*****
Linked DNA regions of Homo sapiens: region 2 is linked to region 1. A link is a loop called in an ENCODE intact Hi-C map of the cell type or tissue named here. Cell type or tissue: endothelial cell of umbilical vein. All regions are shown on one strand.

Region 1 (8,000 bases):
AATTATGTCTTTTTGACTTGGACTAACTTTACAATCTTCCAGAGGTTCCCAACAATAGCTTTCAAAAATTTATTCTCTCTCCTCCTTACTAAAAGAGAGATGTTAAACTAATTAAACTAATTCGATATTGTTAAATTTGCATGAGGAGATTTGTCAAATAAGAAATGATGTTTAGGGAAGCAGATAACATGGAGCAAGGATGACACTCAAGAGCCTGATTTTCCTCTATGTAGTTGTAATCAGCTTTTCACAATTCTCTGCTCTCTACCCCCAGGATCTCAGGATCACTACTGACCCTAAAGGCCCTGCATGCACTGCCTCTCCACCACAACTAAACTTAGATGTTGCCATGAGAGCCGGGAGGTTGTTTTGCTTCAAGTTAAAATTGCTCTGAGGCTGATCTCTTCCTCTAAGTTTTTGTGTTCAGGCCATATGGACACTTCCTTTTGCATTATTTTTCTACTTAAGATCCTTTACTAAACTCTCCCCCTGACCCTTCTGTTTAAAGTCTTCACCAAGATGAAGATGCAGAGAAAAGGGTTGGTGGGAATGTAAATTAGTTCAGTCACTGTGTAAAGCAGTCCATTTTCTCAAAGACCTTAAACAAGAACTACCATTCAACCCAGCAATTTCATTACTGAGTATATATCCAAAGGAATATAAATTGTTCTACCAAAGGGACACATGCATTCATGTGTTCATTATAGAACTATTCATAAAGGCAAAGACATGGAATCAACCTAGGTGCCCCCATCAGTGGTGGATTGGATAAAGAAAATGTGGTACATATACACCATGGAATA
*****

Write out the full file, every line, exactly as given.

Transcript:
Linked DNA regions of Homo sapiens: region 2 is linked to region 1. A link is a loop called in an ENCODE intact Hi-C map of the cell type or tissue named here. Cell type or tissue: endothelial cell of umbilical vein. All regions are shown on one strand.

Region 1 (8,000 bases):
AATTATGTCTTTTTGACTTGGACTAACTTTACAATCTTCCAGAGGTTCCCAACAATAGCTTTCAAAAATTTATTCTCTCTCCTCCTTACTAAAAGAGAGATGTTAAACTAATTAAACTAATTCGATATTGTTAAATTTGCATGAGGAGATTTGTCAAATAAGAAATGATGTTTAGGGAAGCAGATAACATGGAGCAAGGATGACACTCAAGAGCCTGATTTTCCTCTATGTAGTTGTAATCAGCTTTTCACAATTCTCTGCTCTCTACCCCCAGGATCTCAGGATCACTACTGACCCTAAAGGCCCTGCATGCACTGCCTCTCCACCACAACTAAACTTAGATGTTGCCATGAGAGCCGGGAGGTTGTTTTGCTTCAAGTTAAAATTGCTCTGAGGCTGATCTCTTCCTCTAAGTTTTTGTGTTCAGGCCATATGGACACTTCCTTTTGCATTATTTTTCTACTTAAGATCCTTTACTAAACTCTCCCCCTGACCCTTCTGTTTAAAGTCTTCACCAAGATGAAGATGCAGAGAAAAGGGTTGGTGGGAATGTAAATTAGTTCAGTCACTGTGTAAAGCAGTCCATTTTCTCAAAGACCTTAAACAAGAACTACCATTCAACCCAGCAATTTCATTACTGAGTATATATCCAAAGGAATATAAATTGTTCTACCAAAGGGACACATGCATTCATGTGTTCATTATAGAACTATTCATAAAGGCAAAGACATGGAATCAACCTAGGTGCCCCCATCAGTGGTGGATTGGATAAAGAAAATGTGGTACATATACACCATGGAATA